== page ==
Yes, You Can Increase Retail Prices - TheStreet

CHICAGO (

TheStreet

) -- America has become a nation of penny-pinchers, and businesses large and small are crafting marketing pitches to appeal to our inner Scrooge.

Supermarkets trumpet their low prices with window banners and end-aisle displays, while department stores seem to be in permanent discount mode. (Anyone else remember when we had to wait until

after

Christmas to hit the sales?)

But it turns out not everyone bases their buying decisions on price alone. Take a look at the food sector, an especially relevant category at this time of year, as we stock up for Christmas and Hannukah feasts. When it comes to what they eat, it turns out many consumers are willing to spend more for products they perceive as having additional value.

Although sales of many organic products have slipped since the recession began, the natural industry as a whole has been resilient. A recent report from market-research firm Packaged Facts showed that while sales of conventional groceries have been relatively flat, more market share is going to "ethical" grocery products (those that fit into eco-friendly, organic or fair-trade categories).

That story has been played out in the corporate battle between

Whole Foods

(WFMI)

and traditional supermarkets. As the recession deepened, analysts forecast grim times for Whole Foods. Surely, consumers sticking to strict budgets would be giving up their organic produce and free-range chicken and heading to

Wal-Mart

(WMT) - Get Report

instead.

For a while, the numbers seemed to bear this out. Same-store sales for Whole Foods declined 4% in the first quarter and 5% in the second quarter. But the problem turned out to be sector-wide. Quarterly results from supermarket mega-chain

Supervalu

(SVU)

showed almost identical declines.

Whole Foods fought back, anxious to escape its derisive "Whole Paycheck" reputation. In-store signage and customer-education leaflets highlighted affordable items that were comparable in price to local supermarkets. It seems to have paid off, with sales creeping up over the past few months. "We believe our sales have stabilized and officially turned the corner," Chief Executive Officer John Mackey said recently.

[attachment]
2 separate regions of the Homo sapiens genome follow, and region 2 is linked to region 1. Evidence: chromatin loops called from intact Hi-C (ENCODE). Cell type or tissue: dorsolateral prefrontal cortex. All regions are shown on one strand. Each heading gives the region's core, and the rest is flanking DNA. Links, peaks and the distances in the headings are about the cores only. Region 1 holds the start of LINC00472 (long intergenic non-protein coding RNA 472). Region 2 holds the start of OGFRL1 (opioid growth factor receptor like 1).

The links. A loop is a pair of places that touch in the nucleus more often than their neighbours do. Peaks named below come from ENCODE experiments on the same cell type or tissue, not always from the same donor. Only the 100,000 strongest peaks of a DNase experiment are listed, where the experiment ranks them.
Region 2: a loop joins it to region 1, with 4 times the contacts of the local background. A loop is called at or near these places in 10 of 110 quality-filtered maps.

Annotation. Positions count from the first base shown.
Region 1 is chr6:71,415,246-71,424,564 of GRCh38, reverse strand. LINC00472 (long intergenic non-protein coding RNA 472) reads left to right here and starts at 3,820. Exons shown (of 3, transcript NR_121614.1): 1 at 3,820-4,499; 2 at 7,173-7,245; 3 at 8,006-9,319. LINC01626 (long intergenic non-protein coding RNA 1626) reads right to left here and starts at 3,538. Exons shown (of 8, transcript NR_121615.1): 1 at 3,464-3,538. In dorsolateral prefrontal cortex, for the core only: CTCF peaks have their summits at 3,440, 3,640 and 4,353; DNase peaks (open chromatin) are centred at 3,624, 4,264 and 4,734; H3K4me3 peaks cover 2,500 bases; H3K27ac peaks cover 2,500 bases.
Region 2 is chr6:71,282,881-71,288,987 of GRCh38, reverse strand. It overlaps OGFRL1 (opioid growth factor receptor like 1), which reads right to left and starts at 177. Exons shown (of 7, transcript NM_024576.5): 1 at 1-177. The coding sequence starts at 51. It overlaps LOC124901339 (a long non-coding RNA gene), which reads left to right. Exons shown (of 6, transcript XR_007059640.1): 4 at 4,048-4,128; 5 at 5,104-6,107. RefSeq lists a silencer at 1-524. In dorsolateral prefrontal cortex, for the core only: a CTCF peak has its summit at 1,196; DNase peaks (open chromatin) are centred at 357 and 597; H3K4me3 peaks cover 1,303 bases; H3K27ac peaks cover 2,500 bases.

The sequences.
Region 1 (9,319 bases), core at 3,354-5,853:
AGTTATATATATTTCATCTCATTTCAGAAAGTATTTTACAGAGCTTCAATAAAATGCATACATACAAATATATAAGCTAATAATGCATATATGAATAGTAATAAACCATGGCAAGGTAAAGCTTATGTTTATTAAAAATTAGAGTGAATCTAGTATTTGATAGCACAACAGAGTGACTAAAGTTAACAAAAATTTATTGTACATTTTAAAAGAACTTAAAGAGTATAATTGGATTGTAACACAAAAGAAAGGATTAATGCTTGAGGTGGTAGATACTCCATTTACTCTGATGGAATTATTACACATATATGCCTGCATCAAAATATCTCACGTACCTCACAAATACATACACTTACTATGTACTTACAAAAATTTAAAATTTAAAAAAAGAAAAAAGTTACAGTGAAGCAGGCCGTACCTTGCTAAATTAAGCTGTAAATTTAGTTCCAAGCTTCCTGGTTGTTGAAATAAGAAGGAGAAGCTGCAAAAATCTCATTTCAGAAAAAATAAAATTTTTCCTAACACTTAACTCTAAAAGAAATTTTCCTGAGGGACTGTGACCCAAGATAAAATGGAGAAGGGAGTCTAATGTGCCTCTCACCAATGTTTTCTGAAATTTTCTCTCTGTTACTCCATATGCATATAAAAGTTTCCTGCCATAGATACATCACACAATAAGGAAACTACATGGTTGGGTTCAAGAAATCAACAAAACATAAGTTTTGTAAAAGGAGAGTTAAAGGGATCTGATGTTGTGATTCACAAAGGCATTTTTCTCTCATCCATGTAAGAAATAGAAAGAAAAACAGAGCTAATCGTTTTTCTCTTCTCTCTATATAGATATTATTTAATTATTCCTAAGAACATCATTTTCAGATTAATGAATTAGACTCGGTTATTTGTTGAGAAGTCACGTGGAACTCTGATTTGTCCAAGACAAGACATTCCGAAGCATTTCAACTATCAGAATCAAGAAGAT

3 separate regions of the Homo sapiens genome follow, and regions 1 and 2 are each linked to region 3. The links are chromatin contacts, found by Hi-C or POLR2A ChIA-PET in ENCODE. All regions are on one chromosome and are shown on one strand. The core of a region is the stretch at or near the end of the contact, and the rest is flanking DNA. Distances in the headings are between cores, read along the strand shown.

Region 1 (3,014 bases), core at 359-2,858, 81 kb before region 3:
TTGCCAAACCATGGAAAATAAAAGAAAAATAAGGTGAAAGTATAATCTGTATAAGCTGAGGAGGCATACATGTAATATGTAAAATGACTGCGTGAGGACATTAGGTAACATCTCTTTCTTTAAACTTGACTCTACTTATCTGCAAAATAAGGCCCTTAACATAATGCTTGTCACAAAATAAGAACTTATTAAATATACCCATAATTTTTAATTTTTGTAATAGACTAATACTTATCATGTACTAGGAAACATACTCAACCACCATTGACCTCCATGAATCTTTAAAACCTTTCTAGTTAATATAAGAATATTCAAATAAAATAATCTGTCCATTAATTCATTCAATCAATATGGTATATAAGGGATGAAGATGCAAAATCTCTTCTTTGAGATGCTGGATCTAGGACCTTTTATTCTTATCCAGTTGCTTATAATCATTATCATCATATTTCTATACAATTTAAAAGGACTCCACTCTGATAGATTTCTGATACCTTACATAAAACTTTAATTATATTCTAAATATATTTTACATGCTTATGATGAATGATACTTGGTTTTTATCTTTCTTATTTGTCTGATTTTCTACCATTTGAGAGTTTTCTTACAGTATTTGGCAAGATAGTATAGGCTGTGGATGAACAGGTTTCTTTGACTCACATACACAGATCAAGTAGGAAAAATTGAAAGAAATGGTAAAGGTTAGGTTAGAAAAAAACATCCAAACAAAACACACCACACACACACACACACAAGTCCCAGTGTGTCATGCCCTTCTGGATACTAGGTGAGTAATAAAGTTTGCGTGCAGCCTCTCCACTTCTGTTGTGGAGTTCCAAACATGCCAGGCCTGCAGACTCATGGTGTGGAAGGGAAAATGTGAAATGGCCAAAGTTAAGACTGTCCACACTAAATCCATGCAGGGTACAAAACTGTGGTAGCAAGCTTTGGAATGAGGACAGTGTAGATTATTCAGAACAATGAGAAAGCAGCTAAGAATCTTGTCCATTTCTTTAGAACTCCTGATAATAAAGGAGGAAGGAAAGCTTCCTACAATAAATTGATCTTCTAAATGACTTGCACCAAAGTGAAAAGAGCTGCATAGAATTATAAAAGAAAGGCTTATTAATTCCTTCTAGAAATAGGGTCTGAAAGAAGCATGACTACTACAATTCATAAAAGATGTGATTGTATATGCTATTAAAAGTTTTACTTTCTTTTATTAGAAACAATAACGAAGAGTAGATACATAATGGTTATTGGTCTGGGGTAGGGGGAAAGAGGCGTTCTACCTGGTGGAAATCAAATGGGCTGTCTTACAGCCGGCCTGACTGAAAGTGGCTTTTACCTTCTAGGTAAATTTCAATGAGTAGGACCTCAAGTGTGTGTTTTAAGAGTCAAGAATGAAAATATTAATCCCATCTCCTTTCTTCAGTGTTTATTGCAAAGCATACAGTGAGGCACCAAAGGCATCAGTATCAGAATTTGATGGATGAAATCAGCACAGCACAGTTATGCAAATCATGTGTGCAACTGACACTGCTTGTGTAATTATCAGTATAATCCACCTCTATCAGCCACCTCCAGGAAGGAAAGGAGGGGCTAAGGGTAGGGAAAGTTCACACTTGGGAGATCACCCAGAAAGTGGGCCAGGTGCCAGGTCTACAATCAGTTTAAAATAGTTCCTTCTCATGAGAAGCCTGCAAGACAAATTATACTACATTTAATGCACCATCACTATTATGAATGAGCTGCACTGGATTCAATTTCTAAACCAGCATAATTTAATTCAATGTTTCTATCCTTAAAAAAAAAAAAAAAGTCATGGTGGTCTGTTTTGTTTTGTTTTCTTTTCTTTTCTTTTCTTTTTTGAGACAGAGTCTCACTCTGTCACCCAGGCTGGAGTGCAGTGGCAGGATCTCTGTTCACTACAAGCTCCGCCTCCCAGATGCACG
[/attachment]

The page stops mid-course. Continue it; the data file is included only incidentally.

Small businesses that sell "ethical," higher-priced products can follow the Whole Foods playbook, too. According to a recent

study

by SPINS, a market-research and consulting company for the natural-products industry, companies that managed to hold down prices while simultaneously increasing marketing were able to grow sales from mid-2008 to mid-2009.

This two-pronged approach is the key to persuading customers to pay for premium products:

1. Sell your story:

Make a strong case for how and why your product is different from competitors'. For example, "fair trade" coffee companies might explain that their higher prices are a reflection of higher wages paid to workers. An eco-friendly skin-care line could highlight its reliance on natural ingredients that cost more to produce than standard chemical formulations.

It also helps to show the people behind the company. If you're running a family business, show how the different generations work together. Make your customers understand that their purchases are supporting specific, hard-working people, rather than a faceless corporate brand.

2. Hold the line on prices:

Yes, you can charge more for products that offer additional perceived value and cost more to produce. But you can't charge

much

more. Ideally, prices have to be reasonably close to the competition's. If you're charging twice as much as everyone else, shoppers will be wary, no matter how great your sales pitch. The goal is to have consumers think of your products as a slight, worthwhile trade-up, not something that will blow the family budget.

Keeping prices stable while maintaining quality can be a tricky balancing act. But providing value is a key to winning and maintaining customer loyalty, no matter what the economic climate.

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Elizabeth Blackwell is a freelance writer based in Chicago. She is the author of Frommer's Chicago guidebook, and writes for the Wall Street Journal, Chicago, and other national magazines.